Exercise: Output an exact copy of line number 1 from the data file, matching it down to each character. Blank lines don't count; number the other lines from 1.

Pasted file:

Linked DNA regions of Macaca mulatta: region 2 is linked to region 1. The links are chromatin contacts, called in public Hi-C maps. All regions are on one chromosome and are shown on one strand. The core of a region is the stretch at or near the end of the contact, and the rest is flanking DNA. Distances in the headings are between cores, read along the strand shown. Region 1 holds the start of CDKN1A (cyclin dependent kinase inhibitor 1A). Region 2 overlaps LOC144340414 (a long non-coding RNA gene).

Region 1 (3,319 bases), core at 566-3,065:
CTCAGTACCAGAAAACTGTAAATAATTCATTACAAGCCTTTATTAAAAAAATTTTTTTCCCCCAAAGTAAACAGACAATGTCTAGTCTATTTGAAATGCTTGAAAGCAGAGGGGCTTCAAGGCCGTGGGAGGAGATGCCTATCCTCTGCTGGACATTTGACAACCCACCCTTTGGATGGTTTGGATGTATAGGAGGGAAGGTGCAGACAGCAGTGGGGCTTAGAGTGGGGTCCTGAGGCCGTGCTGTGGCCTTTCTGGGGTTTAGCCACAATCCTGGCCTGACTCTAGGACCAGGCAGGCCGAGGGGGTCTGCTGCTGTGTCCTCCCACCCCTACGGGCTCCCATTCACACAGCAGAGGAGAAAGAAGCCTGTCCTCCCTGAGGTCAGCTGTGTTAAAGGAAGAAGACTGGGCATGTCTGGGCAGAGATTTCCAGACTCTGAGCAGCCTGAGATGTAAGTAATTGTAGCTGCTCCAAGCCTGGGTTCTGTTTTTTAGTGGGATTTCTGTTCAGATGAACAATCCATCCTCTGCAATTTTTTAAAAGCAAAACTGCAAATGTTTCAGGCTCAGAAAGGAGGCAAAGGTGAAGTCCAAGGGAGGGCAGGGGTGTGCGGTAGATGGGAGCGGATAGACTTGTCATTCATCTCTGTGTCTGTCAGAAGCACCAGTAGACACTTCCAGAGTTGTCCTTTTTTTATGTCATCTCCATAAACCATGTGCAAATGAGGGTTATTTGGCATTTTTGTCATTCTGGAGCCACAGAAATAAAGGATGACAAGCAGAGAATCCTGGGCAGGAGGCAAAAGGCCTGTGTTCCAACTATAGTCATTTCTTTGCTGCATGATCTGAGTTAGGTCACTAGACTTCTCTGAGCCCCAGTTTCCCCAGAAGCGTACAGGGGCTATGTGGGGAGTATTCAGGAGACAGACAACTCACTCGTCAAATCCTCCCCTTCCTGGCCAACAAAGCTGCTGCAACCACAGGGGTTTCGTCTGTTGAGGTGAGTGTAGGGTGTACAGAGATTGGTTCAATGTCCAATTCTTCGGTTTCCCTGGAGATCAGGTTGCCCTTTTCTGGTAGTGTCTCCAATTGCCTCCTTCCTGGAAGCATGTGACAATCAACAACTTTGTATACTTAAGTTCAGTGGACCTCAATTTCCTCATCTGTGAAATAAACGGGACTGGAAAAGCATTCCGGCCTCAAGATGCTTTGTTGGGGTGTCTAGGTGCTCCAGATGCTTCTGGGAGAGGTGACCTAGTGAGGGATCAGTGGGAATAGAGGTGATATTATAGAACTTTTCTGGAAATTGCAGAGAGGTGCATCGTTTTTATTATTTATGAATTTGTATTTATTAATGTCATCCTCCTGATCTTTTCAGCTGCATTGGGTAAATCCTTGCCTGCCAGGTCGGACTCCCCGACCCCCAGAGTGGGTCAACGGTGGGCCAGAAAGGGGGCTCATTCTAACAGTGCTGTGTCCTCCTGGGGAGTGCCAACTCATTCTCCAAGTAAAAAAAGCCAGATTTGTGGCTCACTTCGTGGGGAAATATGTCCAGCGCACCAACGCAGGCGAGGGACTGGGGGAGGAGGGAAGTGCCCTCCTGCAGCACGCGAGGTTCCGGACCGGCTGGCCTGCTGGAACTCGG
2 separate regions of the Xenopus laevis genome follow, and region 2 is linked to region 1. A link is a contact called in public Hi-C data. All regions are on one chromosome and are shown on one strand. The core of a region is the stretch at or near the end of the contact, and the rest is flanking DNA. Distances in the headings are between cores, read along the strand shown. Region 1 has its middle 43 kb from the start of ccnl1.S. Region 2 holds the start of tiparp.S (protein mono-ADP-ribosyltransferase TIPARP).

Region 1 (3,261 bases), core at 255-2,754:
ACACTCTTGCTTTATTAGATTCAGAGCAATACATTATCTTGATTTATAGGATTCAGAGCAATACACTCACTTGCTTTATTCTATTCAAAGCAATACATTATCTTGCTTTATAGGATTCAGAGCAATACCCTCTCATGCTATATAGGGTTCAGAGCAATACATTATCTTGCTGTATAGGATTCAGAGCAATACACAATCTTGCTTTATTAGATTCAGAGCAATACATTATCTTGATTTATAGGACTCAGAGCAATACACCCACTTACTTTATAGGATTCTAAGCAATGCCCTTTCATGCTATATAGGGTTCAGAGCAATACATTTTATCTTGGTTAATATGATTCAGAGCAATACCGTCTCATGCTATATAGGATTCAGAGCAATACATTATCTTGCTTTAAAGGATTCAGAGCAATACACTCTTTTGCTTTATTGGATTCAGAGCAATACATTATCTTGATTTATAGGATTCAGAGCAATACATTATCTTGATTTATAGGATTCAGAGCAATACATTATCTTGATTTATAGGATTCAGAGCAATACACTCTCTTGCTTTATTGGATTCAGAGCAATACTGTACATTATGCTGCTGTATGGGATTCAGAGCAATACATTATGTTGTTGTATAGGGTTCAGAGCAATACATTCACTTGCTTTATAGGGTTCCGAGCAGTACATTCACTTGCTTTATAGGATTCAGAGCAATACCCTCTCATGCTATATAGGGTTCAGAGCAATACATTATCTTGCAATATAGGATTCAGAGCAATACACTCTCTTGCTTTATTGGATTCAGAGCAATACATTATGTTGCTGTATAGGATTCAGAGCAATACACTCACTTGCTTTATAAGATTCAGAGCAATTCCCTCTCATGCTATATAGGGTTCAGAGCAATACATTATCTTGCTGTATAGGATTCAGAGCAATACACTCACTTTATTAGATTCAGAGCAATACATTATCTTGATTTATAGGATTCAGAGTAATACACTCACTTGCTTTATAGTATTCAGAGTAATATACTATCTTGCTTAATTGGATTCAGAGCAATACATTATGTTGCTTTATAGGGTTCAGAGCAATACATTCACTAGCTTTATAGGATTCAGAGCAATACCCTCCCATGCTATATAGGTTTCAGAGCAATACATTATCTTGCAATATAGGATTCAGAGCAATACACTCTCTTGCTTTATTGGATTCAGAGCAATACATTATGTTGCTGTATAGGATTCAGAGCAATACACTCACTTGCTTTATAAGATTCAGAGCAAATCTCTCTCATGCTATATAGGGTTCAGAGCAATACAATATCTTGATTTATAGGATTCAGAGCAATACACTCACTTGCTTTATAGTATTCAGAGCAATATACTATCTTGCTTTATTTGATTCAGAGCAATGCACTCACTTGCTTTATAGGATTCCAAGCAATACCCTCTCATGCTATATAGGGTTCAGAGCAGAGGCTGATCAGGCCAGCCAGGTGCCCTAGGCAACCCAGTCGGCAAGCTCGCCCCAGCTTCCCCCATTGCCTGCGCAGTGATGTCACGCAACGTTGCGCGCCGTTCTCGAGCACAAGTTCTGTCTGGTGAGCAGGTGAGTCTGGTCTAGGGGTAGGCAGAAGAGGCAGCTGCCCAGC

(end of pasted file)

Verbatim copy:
Linked DNA regions of Macaca mulatta: region 2 is linked to region 1. The links are chromatin contacts, called in public Hi-C maps. All regions are on one chromosome and are shown on one strand. The core of a region is the stretch at or near the end of the contact, and the rest is flanking DNA. Distances in the headings are between cores, read along the strand shown. Region 1 holds the start of CDKN1A (cyclin dependent kinase inhibitor 1A). Region 2 overlaps LOC144340414 (a long non-coding RNA gene).